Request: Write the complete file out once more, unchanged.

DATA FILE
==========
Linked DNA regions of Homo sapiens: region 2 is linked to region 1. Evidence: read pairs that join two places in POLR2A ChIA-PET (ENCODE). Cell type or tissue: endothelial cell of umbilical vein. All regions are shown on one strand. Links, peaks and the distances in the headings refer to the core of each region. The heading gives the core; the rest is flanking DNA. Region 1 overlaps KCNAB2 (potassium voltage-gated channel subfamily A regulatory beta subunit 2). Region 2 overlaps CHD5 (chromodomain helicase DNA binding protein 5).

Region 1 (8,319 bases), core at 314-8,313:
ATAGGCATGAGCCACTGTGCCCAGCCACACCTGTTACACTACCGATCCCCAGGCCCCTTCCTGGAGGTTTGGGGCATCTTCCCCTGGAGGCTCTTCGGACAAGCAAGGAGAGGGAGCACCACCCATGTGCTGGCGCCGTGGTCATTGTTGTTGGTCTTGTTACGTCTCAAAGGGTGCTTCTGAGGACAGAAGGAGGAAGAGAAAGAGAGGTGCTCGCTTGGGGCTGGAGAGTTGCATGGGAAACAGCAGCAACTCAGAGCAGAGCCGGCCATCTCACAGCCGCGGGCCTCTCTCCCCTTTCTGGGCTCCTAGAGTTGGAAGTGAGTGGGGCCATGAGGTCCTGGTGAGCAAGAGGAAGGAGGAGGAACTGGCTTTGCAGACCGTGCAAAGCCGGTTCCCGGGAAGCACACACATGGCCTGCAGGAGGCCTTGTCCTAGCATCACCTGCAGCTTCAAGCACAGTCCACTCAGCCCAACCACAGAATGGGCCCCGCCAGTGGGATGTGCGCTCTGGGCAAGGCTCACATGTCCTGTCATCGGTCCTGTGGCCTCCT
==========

Linked DNA regions of Homo sapiens: region 2 is linked to region 1. Evidence: read pairs that join two places in POLR2A ChIA-PET (ENCODE). Cell type or tissue: endothelial cell of umbilical vein. All regions are shown on one strand. Links, peaks and the distances in the headings refer to the core of each region. The heading gives the core; the rest is flanking DNA. Region 1 overlaps KCNAB2 (potassium voltage-gated channel subfamily A regulatory beta subunit 2). Region 2 overlaps CHD5 (chromodomain helicase DNA binding protein 5).

Region 1 (8,319 bases), core at 314-8,313:
ATAGGCATGAGCCACTGTGCCCAGCCACACCTGTTACACTACCGATCCCCAGGCCCCTTCCTGGAGGTTTGGGGCATCTTCCCCTGGAGGCTCTTCGGACAAGCAAGGAGAGGGAGCACCACCCATGTGCTGGCGCCGTGGTCATTGTTGTTGGTCTTGTTACGTCTCAAAGGGTGCTTCTGAGGACAGAAGGAGGAAGAGAAAGAGAGGTGCTCGCTTGGGGCTGGAGAGTTGCATGGGAAACAGCAGCAACTCAGAGCAGAGCCGGCCATCTCACAGCCGCGGGCCTCTCTCCCCTTTCTGGGCTCCTAGAGTTGGAAGTGAGTGGGGCCATGAGGTCCTGGTGAGCAAGAGGAAGGAGGAGGAACTGGCTTTGCAGACCGTGCAAAGCCGGTTCCCGGGAAGCACACACATGGCCTGCAGGAGGCCTTGTCCTAGCATCACCTGCAGCTTCAAGCACAGTCCACTCAGCCCAACCACAGAATGGGCCCCGCCAGTGGGATGTGCGCTCTGGGCAAGGCTCACATGTCCTGTCATCGGTCCTGTGGCCTCCT